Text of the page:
Bulldogs lend helping hand

On Nov. 3, the football team lost to Brown 20–0, dropping the Bulldogs to a 2–6 record on the season and a last-place tie with Columbia in the Ivy League.

But despite the shutout, it was not an altogether bad day for the Yale football program. Four players who did not travel with the team spent the day delivering supplies to victims of Hurricane Sandy living in the Jacob Riis Houses, a public housing project in the Lower East Side of Manhattan.

The group came together at the insistence of wide receiver Jackson Liguori ’14, who sent an email Friday night soliciting volunteers for a Saturday morning trip to New York. Liguori, whose grandmother lives in the Bronx, said he was inspired to volunteer with his teammates after reading about the Riis Houses in an article in The Independent, a British newspaper.

“It was really out of the blue,” said Liguori. “I always hear about natural disasters and say I wish I could do something to help, but this time it was so easy. It was just an hour away, and it was easy to make a big difference because you didn’t have to do much to help.”

Tailback Tate Harshbarger ’14, offensive linemen Dustin Ross ’16 and Ben Killion ’16, and Sabine van der Linden ’14, a former women’s lacrosse player, joined Liguori on the trip. On Friday night, the group purchased approximately $250 worth of bottled water, nonperishable food items and flashlights using money pooled together from friends. They left for New York at approximately 7 a.m. Saturday morning in a car borrowed from a friend of Liguori.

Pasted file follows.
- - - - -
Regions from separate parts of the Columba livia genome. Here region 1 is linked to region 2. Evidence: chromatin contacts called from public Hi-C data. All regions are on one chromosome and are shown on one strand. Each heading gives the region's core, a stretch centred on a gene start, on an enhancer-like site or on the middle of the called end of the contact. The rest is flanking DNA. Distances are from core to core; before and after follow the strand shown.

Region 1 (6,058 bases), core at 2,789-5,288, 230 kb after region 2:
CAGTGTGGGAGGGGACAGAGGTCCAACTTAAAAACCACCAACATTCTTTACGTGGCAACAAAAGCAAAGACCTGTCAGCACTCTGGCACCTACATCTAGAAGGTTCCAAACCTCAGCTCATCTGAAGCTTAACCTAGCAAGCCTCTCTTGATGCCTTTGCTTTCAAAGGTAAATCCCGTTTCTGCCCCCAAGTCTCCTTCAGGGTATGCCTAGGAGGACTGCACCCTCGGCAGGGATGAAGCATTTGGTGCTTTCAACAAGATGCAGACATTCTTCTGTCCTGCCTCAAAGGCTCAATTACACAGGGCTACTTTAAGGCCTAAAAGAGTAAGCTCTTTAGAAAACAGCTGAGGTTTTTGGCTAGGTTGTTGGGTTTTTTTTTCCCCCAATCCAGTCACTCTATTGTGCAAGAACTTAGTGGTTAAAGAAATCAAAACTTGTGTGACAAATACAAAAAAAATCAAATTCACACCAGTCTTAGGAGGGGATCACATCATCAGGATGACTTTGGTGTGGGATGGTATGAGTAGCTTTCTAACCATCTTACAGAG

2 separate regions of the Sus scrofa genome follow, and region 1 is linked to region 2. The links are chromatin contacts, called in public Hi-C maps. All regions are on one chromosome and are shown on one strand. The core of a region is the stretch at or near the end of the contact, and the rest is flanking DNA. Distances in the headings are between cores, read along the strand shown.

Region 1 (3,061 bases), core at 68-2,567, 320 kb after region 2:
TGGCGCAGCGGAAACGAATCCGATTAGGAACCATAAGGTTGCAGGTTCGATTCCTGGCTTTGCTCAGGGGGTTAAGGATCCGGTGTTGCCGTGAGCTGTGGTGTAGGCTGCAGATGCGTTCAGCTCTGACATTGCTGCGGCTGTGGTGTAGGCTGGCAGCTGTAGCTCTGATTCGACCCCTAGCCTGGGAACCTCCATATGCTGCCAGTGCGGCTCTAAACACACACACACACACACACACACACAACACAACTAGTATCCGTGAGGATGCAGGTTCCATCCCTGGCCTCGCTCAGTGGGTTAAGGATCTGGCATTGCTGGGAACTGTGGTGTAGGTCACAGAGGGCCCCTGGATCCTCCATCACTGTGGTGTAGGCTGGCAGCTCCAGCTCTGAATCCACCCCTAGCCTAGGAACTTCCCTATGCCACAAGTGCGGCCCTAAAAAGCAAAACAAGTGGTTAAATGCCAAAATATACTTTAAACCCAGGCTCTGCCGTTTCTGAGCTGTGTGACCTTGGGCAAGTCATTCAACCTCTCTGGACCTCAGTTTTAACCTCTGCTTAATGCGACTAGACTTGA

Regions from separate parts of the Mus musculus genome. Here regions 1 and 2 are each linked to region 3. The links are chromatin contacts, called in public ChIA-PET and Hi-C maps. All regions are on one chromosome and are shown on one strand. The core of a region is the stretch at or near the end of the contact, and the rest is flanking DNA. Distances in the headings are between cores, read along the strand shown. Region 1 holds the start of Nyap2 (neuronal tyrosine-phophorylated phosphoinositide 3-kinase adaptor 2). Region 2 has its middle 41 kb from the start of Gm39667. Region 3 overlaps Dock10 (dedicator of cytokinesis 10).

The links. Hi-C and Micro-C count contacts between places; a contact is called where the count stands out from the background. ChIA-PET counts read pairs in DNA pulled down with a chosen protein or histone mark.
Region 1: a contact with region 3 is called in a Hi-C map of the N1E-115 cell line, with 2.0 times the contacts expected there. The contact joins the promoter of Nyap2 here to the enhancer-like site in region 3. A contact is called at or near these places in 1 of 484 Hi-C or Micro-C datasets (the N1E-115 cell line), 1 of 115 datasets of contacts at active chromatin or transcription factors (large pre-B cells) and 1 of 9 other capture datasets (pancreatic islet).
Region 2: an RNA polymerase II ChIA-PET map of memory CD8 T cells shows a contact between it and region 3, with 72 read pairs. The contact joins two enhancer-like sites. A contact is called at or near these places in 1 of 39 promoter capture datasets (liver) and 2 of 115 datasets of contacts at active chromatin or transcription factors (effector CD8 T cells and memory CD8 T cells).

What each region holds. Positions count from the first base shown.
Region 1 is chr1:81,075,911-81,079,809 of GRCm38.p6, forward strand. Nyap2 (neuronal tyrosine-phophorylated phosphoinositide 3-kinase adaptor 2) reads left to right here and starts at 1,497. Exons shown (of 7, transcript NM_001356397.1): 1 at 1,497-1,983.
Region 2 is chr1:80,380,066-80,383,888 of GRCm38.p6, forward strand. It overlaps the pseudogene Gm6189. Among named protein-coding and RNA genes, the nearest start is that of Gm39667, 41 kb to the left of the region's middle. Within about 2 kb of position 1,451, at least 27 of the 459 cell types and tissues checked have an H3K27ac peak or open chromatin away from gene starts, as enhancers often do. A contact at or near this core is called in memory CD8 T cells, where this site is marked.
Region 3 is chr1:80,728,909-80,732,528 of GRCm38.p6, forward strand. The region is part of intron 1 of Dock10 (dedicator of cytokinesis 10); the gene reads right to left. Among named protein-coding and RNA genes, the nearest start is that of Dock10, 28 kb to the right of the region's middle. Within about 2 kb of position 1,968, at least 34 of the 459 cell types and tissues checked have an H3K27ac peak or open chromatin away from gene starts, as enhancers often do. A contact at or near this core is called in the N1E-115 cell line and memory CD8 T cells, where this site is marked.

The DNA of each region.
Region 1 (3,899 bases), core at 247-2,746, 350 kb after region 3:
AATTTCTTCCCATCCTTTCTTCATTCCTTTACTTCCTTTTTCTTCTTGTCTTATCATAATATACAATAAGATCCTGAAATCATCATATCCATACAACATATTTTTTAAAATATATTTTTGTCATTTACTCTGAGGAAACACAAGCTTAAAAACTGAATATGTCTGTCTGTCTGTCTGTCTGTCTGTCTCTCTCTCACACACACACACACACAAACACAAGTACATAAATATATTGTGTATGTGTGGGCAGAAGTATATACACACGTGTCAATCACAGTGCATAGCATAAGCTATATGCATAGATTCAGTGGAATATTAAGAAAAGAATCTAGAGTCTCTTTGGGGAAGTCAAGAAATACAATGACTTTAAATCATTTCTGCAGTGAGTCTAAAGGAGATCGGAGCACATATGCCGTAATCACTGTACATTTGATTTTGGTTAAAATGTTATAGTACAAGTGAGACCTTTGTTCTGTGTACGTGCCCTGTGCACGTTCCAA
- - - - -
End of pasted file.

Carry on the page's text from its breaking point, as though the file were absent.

That day’s game was the first time the team left Liguori in New Haven since his freshman year, but Harshbarger and Killion have not traveled with the team yet this season.

“Usually I’ll watch the game on TV and catch up on work on away weekends,” Harshbarger said. “This was a nice way to make my time useful for somebody other than myself.”

When they arrived in Manhattan, they found a line hundreds of people long and a squad of volunteers distributing basic necessities. The group brought their supplies over, helped the volunteers organize them and found that, beyond the delivery of goods, their services were not needed.

“There were just so many people there to help, they almost had too many people to be effective,” Killion said. “It was great to be able to see the huge amount of support.”

After dropping off the supplies, the group searched for other opportunities to help in the area surrounding the Riis Houses but did not find anybody in need of assistance. They returned to New Haven around 3 p.m. and noted that, for most of the trip, the roads were practically deserted.

Liguori said that although he had a good relationship with each of his teammates prior to the trip, he thinks the experience helped them grow closer.

“We’re so used to seeing each other in the weight room, on the field and in the meeting rooms and you get to know people in that context,” Liguori said. “But then you go to this completely foreign landscape and even though it was just one day of hanging out with them, I felt like I got to know them a lot better.”

The football program has established a precedent of giving back to the community in recent years. The team currently works with the Wounded Warriors program to help veterans prepare for college life, the Mandi Schwartz Marrow Donor Registration Drive to register Yalies as potential donors and Bulldog Buddies, a mentoring program for local youth.

“It’s just another example of guys on the team who are really putting the community first and helping people in need,” head coach Tony Reno said. “It’s a testament to those guys and Yale students in general, who are always looking to try to help people and were proud to help with the hurricane.”

The Jacob Riis Houses, which were completed in 1949, comprise 1,191 apartment units spread across 19 buildings.

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